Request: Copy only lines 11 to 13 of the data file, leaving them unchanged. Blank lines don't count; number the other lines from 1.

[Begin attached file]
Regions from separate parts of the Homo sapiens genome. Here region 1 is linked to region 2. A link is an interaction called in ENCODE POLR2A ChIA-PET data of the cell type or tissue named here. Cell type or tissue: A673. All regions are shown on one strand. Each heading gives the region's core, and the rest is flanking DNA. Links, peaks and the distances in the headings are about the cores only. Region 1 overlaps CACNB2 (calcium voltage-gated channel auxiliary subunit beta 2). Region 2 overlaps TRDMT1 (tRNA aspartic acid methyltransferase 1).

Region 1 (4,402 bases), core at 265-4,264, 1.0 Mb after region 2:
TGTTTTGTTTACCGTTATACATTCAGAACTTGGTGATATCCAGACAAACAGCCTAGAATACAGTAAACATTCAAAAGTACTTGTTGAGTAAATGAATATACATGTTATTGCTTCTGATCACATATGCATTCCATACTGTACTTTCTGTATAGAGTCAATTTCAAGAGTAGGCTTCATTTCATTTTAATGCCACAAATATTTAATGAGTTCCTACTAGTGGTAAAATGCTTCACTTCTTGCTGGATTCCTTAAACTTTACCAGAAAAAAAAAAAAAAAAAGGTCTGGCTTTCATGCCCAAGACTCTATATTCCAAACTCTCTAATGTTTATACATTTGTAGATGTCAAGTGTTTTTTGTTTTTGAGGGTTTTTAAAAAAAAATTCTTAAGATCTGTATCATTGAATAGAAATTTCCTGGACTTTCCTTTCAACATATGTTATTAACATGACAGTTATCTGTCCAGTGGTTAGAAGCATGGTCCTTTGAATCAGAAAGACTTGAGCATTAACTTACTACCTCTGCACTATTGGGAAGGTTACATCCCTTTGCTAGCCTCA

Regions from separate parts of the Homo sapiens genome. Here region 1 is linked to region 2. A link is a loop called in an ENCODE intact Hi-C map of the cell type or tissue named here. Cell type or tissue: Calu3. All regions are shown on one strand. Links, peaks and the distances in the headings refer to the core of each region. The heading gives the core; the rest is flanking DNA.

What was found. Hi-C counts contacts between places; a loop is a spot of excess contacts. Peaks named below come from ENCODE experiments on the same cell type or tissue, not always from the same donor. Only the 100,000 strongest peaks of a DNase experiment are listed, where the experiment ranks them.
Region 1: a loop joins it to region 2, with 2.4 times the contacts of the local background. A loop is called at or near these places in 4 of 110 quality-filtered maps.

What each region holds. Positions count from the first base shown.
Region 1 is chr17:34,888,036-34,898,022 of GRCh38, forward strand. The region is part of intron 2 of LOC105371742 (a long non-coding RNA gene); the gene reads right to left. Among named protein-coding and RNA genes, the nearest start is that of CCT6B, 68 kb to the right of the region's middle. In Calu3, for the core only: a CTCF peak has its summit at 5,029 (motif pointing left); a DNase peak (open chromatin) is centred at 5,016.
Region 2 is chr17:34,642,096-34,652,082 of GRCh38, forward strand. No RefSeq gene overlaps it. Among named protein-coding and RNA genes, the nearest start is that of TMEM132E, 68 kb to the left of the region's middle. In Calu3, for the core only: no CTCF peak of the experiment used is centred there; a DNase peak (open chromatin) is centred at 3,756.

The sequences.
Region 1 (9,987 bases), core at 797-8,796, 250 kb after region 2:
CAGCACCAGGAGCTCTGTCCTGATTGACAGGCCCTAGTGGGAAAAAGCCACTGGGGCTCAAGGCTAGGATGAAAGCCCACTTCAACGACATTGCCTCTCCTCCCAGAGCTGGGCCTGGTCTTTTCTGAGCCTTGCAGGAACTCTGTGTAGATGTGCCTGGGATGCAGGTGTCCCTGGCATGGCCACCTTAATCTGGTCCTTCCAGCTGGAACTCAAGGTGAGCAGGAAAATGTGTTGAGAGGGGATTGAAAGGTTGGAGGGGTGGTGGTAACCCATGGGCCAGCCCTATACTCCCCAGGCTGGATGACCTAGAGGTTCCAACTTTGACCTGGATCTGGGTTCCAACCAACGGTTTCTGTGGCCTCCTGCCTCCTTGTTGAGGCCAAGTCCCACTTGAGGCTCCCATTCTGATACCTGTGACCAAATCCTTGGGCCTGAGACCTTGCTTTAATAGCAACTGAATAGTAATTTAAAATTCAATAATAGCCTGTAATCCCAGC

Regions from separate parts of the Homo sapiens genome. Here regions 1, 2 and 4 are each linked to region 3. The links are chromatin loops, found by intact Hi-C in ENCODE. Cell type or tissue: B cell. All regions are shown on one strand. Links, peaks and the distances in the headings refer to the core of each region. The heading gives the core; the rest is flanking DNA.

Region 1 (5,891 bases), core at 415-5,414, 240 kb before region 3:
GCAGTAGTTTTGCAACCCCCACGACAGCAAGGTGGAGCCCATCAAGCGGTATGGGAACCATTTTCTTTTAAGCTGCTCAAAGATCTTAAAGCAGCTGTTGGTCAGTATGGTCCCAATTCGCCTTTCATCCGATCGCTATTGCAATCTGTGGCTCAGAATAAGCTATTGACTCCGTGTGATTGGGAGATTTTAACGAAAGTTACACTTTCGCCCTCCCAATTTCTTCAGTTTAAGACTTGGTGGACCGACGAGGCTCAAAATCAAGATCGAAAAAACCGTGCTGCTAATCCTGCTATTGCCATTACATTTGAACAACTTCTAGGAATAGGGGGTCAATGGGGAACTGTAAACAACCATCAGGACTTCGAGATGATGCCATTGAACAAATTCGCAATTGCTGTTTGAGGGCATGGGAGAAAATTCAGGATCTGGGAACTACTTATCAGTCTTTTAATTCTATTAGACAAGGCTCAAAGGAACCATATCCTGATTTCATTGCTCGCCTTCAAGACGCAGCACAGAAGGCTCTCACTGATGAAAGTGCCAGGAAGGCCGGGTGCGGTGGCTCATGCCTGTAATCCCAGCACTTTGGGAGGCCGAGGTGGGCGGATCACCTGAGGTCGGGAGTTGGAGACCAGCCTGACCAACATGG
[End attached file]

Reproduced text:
Region 1 (9,987 bases), core at 797-8,796, 250 kb after region 2:
CAGCACCAGGAGCTCTGTCCTGATTGACAGGCCCTAGTGGGAAAAAGCCACTGGGGCTCAAGGCTAGGATGAAAGCCCACTTCAACGACATTGCCTCTCCTCCCAGAGCTGGGCCTGGTCTTTTCTGAGCCTTGCAGGAACTCTGTGTAGATGTGCCTGGGATGCAGGTGTCCCTGGCATGGCCACCTTAATCTGGTCCTTCCAGCTGGAACTCAAGGTGAGCAGGAAAATGTGTTGAGAGGGGATTGAAAGGTTGGAGGGGTGGTGGTAACCCATGGGCCAGCCCTATACTCCCCAGGCTGGATGACCTAGAGGTTCCAACTTTGACCTGGATCTGGGTTCCAACCAACGGTTTCTGTGGCCTCCTGCCTCCTTGTTGAGGCCAAGTCCCACTTGAGGCTCCCATTCTGATACCTGTGACCAAATCCTTGGGCCTGAGACCTTGCTTTAATAGCAACTGAATAGTAATTTAAAATTCAATAATAGCCTGTAATCCCAGC

Regions from separate parts of the Homo sapiens genome. Here regions 1, 2 and 4 are each linked to region 3. The links are chromatin loops, found by intact Hi-C in ENCODE. Cell type or tissue: B cell. All regions are shown on one strand. Links, peaks and the distances in the headings refer to the core of each region. The heading gives the core; the rest is flanking DNA.